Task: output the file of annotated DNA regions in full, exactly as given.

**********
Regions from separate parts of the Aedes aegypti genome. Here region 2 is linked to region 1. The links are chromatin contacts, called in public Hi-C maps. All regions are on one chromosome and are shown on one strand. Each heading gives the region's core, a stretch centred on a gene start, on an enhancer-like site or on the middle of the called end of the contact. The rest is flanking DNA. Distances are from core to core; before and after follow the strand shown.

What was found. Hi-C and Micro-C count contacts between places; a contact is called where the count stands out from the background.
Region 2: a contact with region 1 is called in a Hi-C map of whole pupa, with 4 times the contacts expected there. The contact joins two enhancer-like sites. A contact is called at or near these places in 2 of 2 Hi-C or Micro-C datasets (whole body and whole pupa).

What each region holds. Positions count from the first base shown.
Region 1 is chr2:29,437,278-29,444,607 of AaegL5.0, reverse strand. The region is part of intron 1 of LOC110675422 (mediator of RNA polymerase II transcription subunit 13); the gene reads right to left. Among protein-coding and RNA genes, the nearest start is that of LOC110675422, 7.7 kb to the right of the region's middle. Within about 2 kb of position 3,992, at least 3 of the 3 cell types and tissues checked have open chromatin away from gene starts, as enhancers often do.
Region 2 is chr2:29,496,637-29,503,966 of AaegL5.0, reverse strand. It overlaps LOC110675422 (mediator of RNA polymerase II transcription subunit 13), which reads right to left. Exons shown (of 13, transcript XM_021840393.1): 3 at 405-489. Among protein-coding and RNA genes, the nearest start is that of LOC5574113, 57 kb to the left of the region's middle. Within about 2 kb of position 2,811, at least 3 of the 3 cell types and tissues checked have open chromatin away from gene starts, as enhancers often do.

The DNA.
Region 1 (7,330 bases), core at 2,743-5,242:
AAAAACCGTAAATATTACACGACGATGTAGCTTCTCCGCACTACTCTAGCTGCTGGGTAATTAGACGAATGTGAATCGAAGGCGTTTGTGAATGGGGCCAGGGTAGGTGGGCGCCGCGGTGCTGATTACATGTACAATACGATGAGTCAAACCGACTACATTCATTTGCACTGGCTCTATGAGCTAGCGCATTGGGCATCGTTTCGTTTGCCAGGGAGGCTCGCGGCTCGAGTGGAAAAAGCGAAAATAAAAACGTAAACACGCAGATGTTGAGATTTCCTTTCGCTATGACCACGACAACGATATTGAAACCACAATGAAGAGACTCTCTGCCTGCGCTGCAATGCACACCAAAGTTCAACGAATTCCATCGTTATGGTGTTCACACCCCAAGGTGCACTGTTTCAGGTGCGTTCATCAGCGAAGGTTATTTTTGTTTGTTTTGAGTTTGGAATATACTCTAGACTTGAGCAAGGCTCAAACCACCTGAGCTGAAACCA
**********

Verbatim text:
Regions from separate parts of the Aedes aegypti genome. Here region 2 is linked to region 1. The links are chromatin contacts, called in public Hi-C maps. All regions are on one chromosome and are shown on one strand. Each heading gives the region's core, a stretch centred on a gene start, on an enhancer-like site or on the middle of the called end of the contact. The rest is flanking DNA. Distances are from core to core; before and after follow the strand shown.

What was found. Hi-C and Micro-C count contacts between places; a contact is called where the count stands out from the background.
Region 2: a contact with region 1 is called in a Hi-C map of whole pupa, with 4 times the contacts expected there. The contact joins two enhancer-like sites. A contact is called at or near these places in 2 of 2 Hi-C or Micro-C datasets (whole body and whole pupa).

What each region holds. Positions count from the first base shown.
Region 1 is chr2:29,437,278-29,444,607 of AaegL5.0, reverse strand. The region is part of intron 1 of LOC110675422 (mediator of RNA polymerase II transcription subunit 13); the gene reads right to left. Among protein-coding and RNA genes, the nearest start is that of LOC110675422, 7.7 kb to the right of the region's middle. Within about 2 kb of position 3,992, at least 3 of the 3 cell types and tissues checked have open chromatin away from gene starts, as enhancers often do.
Region 2 is chr2:29,496,637-29,503,966 of AaegL5.0, reverse strand. It overlaps LOC110675422 (mediator of RNA polymerase II transcription subunit 13), which reads right to left. Exons shown (of 13, transcript XM_021840393.1): 3 at 405-489. Among protein-coding and RNA genes, the nearest start is that of LOC5574113, 57 kb to the left of the region's middle. Within about 2 kb of position 2,811, at least 3 of the 3 cell types and tissues checked have open chromatin away from gene starts, as enhancers often do.

The DNA.
Region 1 (7,330 bases), core at 2,743-5,242:
AAAAACCGTAAATATTACACGACGATGTAGCTTCTCCGCACTACTCTAGCTGCTGGGTAATTAGACGAATGTGAATCGAAGGCGTTTGTGAATGGGGCCAGGGTAGGTGGGCGCCGCGGTGCTGATTACATGTACAATACGATGAGTCAAACCGACTACATTCATTTGCACTGGCTCTATGAGCTAGCGCATTGGGCATCGTTTCGTTTGCCAGGGAGGCTCGCGGCTCGAGTGGAAAAAGCGAAAATAAAAACGTAAACACGCAGATGTTGAGATTTCCTTTCGCTATGACCACGACAACGATATTGAAACCACAATGAAGAGACTCTCTGCCTGCGCTGCAATGCACACCAAAGTTCAACGAATTCCATCGTTATGGTGTTCACACCCCAAGGTGCACTGTTTCAGGTGCGTTCATCAGCGAAGGTTATTTTTGTTTGTTTTGAGTTTGGAATATACTCTAGACTTGAGCAAGGCTCAAACCACCTGAGCTGAAACCA